Wednesday, 1 July 2015

The assumptions people make

Over the last couple of weeks, it has been my privilege to be at the ordination of a couple of friends as priests in the Scottish Episcopal Church. Though merely a member of the congregation, on both occasions, I was there to offer my support in events which marked important stepping stones in their journeys of faith and calling.

Being a service in the SEC, there was communion. As I watched those gathered going up to receive the elements, virtually everyone kneeled. I struggle to kneel, though I don't look like someone who would. Though I know I don't have to kneel, I did not want to look disrespectful, so made the decision I wouldn't go to receive communion.

Which is where others, who don't realise I am attempting to be respectful, may draw the wrong conclusions, and I suppose I have to live with that, keeping a focus on thinking I was trying to do the right thing. I wonder if they maybe thought it wasn't communion or I was being disrespectful? Oh, the maze of trying to be sensitive to others, while realising there's sometimes I won't win, whatever I do. These were among those times.

Among those gathered were some who obviously couldn't go up the the altar to receive communion - those in wheelchairs, with walking frames etc. The stewards asked each one of those if they would like communion brought to them. While I am delighted this happened, it was interesting this offer was only made to those with outward signs of infirmary. Which makes me wonder, how many others did not look as though they would struggle to go up to the altar to receive communion, but would struggle and, due to conclusions made, were not asked if they wished communion brought to them.

Just for the record, I was more interested in the judgement calls which were made by the stewards, rather than anything else. I suppose I am concerned there are those who feel they aren't allowed to go up to receive communion (and may need gentle encouragement) or have a unseen reason that going up to receive communion at the altar is difficult.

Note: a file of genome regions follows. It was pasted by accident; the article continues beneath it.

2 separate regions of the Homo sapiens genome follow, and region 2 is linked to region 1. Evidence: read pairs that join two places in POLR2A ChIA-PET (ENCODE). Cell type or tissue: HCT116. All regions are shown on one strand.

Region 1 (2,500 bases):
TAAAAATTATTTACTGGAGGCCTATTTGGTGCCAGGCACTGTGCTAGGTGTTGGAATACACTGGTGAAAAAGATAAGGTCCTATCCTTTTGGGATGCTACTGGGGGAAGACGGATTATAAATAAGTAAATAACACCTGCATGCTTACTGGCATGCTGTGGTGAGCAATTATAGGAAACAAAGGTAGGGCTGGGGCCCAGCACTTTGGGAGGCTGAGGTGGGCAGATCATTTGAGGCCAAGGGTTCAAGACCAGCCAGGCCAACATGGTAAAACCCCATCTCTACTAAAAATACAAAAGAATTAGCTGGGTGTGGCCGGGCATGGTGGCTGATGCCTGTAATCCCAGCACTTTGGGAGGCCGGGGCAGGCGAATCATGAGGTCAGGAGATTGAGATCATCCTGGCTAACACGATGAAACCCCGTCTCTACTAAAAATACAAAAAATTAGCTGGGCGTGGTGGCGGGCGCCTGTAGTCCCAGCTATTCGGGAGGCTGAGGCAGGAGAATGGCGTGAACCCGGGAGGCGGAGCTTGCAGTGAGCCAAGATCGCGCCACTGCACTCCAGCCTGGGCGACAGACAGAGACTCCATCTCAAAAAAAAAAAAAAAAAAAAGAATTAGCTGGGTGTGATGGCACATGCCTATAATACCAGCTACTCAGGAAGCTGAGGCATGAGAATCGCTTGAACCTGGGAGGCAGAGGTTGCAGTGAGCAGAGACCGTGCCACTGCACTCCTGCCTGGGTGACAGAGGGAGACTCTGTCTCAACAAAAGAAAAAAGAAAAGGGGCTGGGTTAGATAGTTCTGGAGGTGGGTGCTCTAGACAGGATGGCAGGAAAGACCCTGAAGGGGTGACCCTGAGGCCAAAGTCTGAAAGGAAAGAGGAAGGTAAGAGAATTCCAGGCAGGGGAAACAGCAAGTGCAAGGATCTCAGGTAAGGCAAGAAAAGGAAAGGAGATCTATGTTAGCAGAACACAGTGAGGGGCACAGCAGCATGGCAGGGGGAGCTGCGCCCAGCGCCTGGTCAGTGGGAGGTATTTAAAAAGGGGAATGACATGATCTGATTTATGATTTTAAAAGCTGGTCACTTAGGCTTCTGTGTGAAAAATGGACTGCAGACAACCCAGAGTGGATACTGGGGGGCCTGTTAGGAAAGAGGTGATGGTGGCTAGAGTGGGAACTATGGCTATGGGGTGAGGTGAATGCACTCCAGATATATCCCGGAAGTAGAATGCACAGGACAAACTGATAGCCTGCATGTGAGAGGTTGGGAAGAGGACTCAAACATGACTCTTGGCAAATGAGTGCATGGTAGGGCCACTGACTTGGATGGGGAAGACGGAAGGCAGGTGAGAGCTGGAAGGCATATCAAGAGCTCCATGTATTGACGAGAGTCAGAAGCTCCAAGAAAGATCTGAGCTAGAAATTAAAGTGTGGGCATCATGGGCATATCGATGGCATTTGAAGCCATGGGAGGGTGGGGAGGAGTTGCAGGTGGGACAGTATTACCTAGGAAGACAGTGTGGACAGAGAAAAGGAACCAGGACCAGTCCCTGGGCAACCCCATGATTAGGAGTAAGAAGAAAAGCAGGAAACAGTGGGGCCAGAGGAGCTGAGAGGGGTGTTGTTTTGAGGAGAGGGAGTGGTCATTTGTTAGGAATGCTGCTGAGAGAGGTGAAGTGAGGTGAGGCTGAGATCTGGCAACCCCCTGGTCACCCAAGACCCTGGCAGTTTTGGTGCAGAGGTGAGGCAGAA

I know we all make assumptions about things, this has been a learning process for me, to consider how we make assumptions in the church, and how to allow all to worship, without being pushy or patronising.

Friday, 26 June 2015

The last year

I can hardly believe this time last year, I was about to begin a journey which would take me to visit Airside's twinned congregation in Malawi. It was an exciting opportunity and real privilege, which I know has lived with me since.

It was while in Malawi I began probation. I'm glad I was able to take the risk of going there - not only to an unknown place, but with an unknown group of people (and that was just those from Airside. Maybe I hadn't really thought about the fact if things hadn't gone well (with people being tired and not in their 'own' places, we can all be a little more grumpy than normal), especially as I was sharing a room with The Boss, probation may have been pretty awkward, to say the least!

But it was a great start and it's been a great year. Yes, there have been, especially in the early few weeks, a sense of me wondering 'should I really be here?' and me (stupidly and unfairly) comparing myself to The Boss. Once I got my head round I am who I am (oh, maybe I should rephrase that...) and I can only be the person God has called me, and to accept I am a minister, things started to fit into place. Consequently, I have become the minister I am now. And it's great.

I know I wouldn't be here without the support of many people. Spot, obviously; those who left positive and honest comments here over the years, especially during my struggles of enquiry - it was good to not have that sense of isolation I know some have during that; various supervisors and congregations. The biggest help this year has been The Boss, though she'll not take nearly as much credit for it as she should.

So here I am, 1 year on since the beginning of a journey at Airside. I can honestly say I have loved 99% of it and the other 1% was still good. God has certainly blessed me this year,